Existing CSP contracts would be allowed to continue to their expiration.
The bill also would provide $250 million a year for the Regional Conservation Partnership Program, $500 million a year for the Agricultural Conservation Easement Program and $100 million annually for the Small Watershed Rehabilitation Program.
A new pilot program in the bill’s conservation title would provide $100 million to control feral swine.
Crop insurance: The bill extends for 10 years a higher premium subsidy for beginning farmers who purchase whole farm insurance.
USDA’s Risk Management Agency is told to prioritize the development of better insurance coverage for hurricane damage. Citrus growers in Florida have complained that existing revenue policies aren’t worth the cost because of inadequate yield coverage levels.
Animal health: To address concerns of the livestock industry, the bill fully funds a foot and mouth vaccine bank though only for one year. The vaccine bank is part of the bill’s new Animal Disease Response Preparedness and Response Program, a $450 million outlay over the five-year bill. The program is modeled after the Plant Pest and Disease Management and Disaster Prevention Program already in place.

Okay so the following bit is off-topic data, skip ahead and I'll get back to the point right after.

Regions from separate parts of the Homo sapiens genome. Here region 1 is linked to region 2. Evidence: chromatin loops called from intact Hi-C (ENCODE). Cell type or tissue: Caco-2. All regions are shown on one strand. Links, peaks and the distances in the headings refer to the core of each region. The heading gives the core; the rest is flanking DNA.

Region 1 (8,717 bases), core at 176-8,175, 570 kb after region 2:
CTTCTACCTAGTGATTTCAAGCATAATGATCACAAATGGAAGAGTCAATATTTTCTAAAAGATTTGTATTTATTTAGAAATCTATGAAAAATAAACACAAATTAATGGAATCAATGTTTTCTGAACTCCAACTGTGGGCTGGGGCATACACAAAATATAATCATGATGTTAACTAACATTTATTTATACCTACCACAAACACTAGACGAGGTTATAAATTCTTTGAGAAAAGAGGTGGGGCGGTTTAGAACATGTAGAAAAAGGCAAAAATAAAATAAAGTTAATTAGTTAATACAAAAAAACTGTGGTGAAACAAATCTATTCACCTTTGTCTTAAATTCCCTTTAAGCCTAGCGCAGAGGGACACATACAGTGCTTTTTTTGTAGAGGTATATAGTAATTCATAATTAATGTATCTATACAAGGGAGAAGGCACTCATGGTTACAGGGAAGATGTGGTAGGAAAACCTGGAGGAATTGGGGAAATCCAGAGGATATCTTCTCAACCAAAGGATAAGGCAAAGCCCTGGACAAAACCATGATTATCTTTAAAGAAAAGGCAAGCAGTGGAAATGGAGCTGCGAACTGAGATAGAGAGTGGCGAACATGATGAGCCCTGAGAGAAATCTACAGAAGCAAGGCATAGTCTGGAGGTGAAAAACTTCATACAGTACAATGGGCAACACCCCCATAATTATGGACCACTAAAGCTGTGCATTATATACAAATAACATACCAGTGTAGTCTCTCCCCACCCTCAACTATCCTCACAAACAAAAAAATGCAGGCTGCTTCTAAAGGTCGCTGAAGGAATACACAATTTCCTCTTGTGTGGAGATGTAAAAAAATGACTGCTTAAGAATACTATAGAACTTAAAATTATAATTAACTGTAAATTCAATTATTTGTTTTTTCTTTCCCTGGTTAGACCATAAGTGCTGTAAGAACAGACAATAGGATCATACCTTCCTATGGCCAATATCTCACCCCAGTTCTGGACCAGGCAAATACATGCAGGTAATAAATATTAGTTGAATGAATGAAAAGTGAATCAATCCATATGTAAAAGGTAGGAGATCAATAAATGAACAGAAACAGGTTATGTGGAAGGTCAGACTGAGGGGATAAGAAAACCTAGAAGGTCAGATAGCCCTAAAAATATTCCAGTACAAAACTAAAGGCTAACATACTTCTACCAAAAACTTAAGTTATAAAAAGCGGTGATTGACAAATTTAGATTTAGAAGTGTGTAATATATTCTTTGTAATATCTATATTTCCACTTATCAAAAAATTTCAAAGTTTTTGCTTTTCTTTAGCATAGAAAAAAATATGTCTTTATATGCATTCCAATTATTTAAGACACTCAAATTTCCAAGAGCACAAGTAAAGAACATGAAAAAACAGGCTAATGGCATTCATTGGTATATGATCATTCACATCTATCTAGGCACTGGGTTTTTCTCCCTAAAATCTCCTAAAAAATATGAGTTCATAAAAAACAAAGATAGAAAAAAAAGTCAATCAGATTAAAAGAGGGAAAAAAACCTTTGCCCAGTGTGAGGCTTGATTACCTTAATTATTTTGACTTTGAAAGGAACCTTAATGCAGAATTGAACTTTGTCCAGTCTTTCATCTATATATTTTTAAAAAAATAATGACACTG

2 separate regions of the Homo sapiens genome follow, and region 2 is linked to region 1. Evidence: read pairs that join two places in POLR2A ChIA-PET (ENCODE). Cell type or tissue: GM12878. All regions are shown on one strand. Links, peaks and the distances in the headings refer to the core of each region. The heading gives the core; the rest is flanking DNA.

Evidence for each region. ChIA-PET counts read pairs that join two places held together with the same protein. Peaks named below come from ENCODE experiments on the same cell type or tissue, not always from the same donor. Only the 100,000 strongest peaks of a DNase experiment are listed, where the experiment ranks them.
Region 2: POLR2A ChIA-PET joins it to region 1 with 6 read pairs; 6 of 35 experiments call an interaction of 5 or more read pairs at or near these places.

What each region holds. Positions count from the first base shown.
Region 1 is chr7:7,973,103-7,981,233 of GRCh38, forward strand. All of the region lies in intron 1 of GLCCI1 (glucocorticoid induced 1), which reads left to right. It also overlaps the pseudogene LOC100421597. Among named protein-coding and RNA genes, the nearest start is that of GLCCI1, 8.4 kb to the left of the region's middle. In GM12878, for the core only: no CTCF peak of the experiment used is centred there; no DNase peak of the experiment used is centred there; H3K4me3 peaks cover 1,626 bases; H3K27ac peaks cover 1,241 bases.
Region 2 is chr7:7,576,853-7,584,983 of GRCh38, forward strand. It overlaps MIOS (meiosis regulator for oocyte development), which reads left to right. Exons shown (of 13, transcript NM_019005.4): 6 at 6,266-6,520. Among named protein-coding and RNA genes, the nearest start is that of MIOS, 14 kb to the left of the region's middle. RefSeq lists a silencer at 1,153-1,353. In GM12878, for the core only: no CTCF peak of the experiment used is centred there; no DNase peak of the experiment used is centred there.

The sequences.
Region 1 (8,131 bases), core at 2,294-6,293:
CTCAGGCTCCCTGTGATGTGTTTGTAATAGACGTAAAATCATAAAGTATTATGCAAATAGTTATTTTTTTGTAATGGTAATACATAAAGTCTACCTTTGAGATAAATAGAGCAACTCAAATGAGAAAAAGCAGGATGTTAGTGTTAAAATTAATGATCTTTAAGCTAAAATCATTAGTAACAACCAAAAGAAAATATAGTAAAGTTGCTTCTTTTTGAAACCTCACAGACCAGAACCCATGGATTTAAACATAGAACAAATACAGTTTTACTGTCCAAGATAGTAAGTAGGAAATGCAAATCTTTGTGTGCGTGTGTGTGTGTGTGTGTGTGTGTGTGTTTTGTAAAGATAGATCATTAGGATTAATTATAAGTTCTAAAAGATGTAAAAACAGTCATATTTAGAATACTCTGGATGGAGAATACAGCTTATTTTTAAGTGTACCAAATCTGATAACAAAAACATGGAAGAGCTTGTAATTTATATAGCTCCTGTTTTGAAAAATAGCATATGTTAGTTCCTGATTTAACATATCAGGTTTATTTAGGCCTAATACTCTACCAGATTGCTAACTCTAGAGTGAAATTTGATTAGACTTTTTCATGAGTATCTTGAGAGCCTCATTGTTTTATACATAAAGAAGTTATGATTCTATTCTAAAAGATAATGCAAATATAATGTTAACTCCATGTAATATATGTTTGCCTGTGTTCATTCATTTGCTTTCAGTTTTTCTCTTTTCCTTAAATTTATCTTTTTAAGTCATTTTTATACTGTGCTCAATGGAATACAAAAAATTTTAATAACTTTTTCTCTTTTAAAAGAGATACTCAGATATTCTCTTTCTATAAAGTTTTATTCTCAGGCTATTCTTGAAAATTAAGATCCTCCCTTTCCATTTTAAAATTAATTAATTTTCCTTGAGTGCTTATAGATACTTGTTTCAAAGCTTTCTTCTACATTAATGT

The bill authorizes the $150 million sought by the industry for the FMD vaccine bank, $30 million for the National Animal Health Laboratory Network, and $70 million for the National Animal Disease Preparedness and Response Program for a total $250 investment. In the following years, however, the funding drops to an annual $50 million, with $30 million for the National Animal Disease Preparedness and Response Program and $20 million for any of the three components at USDA’s discretion.
The vaccine bank – which the industry wanted to see funded at $150 million for every year – is also designated as a U.S.-only vaccine bank, a possible point of differentiation between the vaccine bank already in place shared with Canada and Mexico.
Regulatory relief. The bill would eliminate the current requirement that EPA consult with the Fish and Wildlife Service and/or the National Marine Fisheries Service on the impacts of pesticides on threatened and endangered species.
Pesticide manufacturers have complained that interagency consultations take far too long and are based on faulty data. But environmental groups say that the new language would allow companies to ignore pesticides’ potential to harm endangered species.